In years past, there were two different types of web programmers: the organized ones and the sloppy ones.
We're not talking about their desk, cubical, or car; no, in fact we're talking about their techniques in writing programming code.
The organized programmer would make sure all their HTML code was properly organized (we call it nested) and easy to read. Being organized always takes more time, but it saves time in the future when you need to edit code.
The sloppy programmer would slap together HTML code without any regard for organization. Many times they would also write bad or broken code that would not display properly in all web browsers. Debugging sloppy code is always a nightmare.
Luckily programs like Dreamweaver can take sloppy code and automatically organize it into something easily understood.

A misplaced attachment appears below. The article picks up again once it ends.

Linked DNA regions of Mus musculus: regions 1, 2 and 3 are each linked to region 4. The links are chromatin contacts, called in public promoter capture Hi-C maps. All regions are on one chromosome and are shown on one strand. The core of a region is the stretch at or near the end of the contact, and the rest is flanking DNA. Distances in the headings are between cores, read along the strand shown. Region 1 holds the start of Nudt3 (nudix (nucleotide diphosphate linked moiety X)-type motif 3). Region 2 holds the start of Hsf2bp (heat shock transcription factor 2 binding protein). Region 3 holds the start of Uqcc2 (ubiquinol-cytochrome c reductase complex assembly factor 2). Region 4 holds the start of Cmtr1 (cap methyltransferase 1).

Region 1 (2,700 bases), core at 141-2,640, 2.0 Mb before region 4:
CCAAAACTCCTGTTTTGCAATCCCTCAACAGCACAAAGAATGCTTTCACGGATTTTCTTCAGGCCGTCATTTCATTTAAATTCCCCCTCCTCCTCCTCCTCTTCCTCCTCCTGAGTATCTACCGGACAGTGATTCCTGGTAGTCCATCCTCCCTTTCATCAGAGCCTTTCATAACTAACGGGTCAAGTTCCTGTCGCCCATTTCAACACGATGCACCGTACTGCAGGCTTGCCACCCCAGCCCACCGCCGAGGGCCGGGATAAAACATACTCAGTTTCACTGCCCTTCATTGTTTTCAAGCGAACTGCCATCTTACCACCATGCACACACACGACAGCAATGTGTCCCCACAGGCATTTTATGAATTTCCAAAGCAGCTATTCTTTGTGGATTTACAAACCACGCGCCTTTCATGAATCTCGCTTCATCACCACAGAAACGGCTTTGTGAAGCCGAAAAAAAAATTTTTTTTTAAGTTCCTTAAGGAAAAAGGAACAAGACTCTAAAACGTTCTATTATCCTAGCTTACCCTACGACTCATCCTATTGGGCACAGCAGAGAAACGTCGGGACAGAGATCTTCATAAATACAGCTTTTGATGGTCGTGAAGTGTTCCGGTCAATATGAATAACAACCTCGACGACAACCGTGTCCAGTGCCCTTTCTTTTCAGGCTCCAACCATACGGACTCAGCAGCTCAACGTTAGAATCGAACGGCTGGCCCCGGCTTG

Now let's talk about a content management system, or CMS for short. As the expressions goes, "To err is human, but to really foul something up you need a computer."
The CMS will sometimes process 20,000 lines of code in order to create a 1000 line HTML file (a web page). As it grinds through those lines of code, a lot of blank lines and spaces are sent to the web browser. All these extra lines and spaces don't harm your website, or the process that Google uses to read your page.
However, all this extra space and lines help to contribute to unnecessary file size. We call it "code bloat." Although the blank space does not prevent Google from reading your page, the code bloat will slow down your website a little bit.
Since Google measures the speed of your website, it's a good idea to examine if your website has code bloat and ask your web programmer to remove it.
Page speed is a minor ranking factor for Google, but every little bit counts and it adds up.